Guests Impressions


"Castel Cellesi is one of those perfect places to have the dream Italian holiday: it's a small village filled with friendly characters, even if you don't speak a word of Italian.  It's central enough that you can do so many day trips, yet, far away enough from the hustle and bustle that having dinner under the stars is not only possible, but almost an expected.  We spent an amazing two weeks in Castel Cellesi, along with our friends, and it was truly one of the most memorable holidays ever.  Our host and our resident 'tour guide' was not only helpful, but really gave us the cream of the crop of the local experiences:  the required dinner under the stars, but not only that, locally sourced and prepared dinner, with local wine (which I might add is some of the best value for money and taste that I've ever had!).  We were recommended the best places to eat (there's a reason Italy forms the 'eat' part of 'Eat, Pray, Love'!),  were given practical guidelines as to where to go and what to do, and in summertime the azure blue swimming pool is a haven for tired feet, a respite from the Italian heat.


Some of our experiences that were in excess of our expectations:  We have two toddlers and when our son came down with tonsillitis, Eddie (our English speaking 'tour guide') came with us to hospital and assisted us way beyond anything that was required of him.  Our host (Telly) treated our children with ice creams on a regular basis, and when my husband wanted to surprise me with a new wedding ring, Telly was the one who helped him make it happen, without ever having met us.


The accommodation gave us the impression of authentic Italian countryside, with everything that you need, and our our group of 12 people everyone found something that worked for them.  We were able to take many hikes into the countryside, and explored the are around Castel Cellesi, always finding something new to see and do.


Don't be fooled: this is truly a special village, the people are incredibly welcoming, and in terms of value for money, one of the best choices in Western Europe!"






0039 0761 790323

0039 328 092 8757

0039 339 379 8816



0039 331 159 3178




In the unusual landscape of the Calanchi Valley (eroded clay hills), Civita di Bagnoregio stands out. Situated almost half-way between Orvieto (20 km) and Viterbo (30 km), it is known as the “dying town” because of the continuous erosion which over the years has reduced the town centre in size. This lovely corner of Italy, the birthplace of Saint Bonaventura (1217-1274), used to be an active centre until several earthquakes and landslides forced the local inhabitans to abandon the town. From the distance Civita di Bagnoregio seems like a ghost town floating in the air: in fact, it is only connected to the surrounding countryside and to the “New Bagnoregio” by a long foot bridge suspended in the air.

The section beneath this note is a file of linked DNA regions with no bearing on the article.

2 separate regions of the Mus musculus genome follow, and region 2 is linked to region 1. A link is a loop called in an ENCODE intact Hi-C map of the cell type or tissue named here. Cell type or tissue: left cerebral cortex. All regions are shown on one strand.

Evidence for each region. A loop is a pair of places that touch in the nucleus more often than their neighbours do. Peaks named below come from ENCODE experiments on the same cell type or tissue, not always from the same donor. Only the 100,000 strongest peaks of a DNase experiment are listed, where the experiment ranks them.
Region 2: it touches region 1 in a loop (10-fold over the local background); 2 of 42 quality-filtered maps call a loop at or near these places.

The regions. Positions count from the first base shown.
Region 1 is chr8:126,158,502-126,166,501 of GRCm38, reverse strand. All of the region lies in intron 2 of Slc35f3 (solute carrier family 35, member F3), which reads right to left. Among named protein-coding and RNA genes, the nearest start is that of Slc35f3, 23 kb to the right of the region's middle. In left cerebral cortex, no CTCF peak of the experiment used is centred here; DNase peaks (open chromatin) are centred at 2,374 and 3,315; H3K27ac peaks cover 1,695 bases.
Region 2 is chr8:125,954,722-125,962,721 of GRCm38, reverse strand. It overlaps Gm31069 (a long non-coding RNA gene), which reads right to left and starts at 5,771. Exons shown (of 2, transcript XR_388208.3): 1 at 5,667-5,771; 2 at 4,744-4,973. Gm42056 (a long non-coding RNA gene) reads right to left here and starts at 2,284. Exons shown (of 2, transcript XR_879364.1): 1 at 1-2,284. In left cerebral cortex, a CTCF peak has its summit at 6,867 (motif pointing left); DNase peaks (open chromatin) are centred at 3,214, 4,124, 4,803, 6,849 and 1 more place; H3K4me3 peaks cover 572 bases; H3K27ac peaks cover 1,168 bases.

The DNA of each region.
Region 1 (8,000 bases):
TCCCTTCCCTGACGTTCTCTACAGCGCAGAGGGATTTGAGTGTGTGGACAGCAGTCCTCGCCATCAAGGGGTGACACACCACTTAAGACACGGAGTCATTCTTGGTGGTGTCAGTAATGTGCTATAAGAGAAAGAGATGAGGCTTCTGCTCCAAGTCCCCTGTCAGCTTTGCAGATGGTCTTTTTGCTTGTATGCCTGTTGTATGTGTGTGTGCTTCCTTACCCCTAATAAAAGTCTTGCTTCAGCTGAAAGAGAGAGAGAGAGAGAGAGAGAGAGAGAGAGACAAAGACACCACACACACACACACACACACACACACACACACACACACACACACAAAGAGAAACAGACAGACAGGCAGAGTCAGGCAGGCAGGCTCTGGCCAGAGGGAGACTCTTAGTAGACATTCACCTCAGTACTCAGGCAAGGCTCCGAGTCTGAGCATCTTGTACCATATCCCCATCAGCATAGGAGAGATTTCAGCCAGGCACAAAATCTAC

Civita di Bagnoregio is situated on top of a hill (1400 ft. a.s.l.) between two valleys running in an East-West direction and in which two streams flow: the Rio Chiaro to the North-East and the Rio Torbido to the South. The hill is made up of a layer of tufa (a soft volcanic stone typical of central Italy) which was formed after a series of volcanic eruptions thousands of years ago.


This layer of solified lava lies on an unstable base of clay and sand. The clay on the buttom of the valleys is constantly eroded by the two streams and washed away by the rain, leaving bare portions of the tufa bank above, which, without a solid base, soon break off and fall to the bottom of the valley. Yet Civita di Bagnoregio continues to resist, clinging to the top of its pinnacle.


One enters the town through the Gate of Santa Maria (dating back from the Middle Ages as well as most of the buildings to be seen around). The charming Church of San Donato, giving onto the main square, with its romanesque bell-tower was founded in the VIII century, although the existing façade was renewed in the XVII cent. Nowadays only about twenty people live in the town all year round, in the summer the population is about 300. The few inhabitants take very good care of their houses and streets which are extremely well maintained, clean, flowers everywhere. Only few houses are in very poor conditions with their windows opened wide over the emptiness, their façade with nothing behind them.


As Bagnoregio was founded by the Etruscan people (possibly in the 8th century B.C.) many evidences from that Era are still to be seen in the territory: several chamber tombs excavated around the ancient city (such as the so-called cave of San Bonaventura), remains in private cellars and the “Bucaione” (the big hole), a sort of corridor (tunnel) dug in the rock under the town, from North to South, leading to an ancient etruscan Necropolis. It is now used as a footpath for reaching a magnificent chestnut wood or for adventuring out on to the “calanchi” to enjoy an incomparable landscape. All around you deep valleys of steep clay slopes, high sharp edges of the hard crests of clay protude from the sandy hills, incredible pinnacles which change profile and shape as they are continually buffered by wind and rain. One of the most spectacular “calanchi” formation is called “the cathedral”, beeing shaped like an enormous church.

As reviewed by world trusted "Rick Steves" on his "Best Italy Destinations":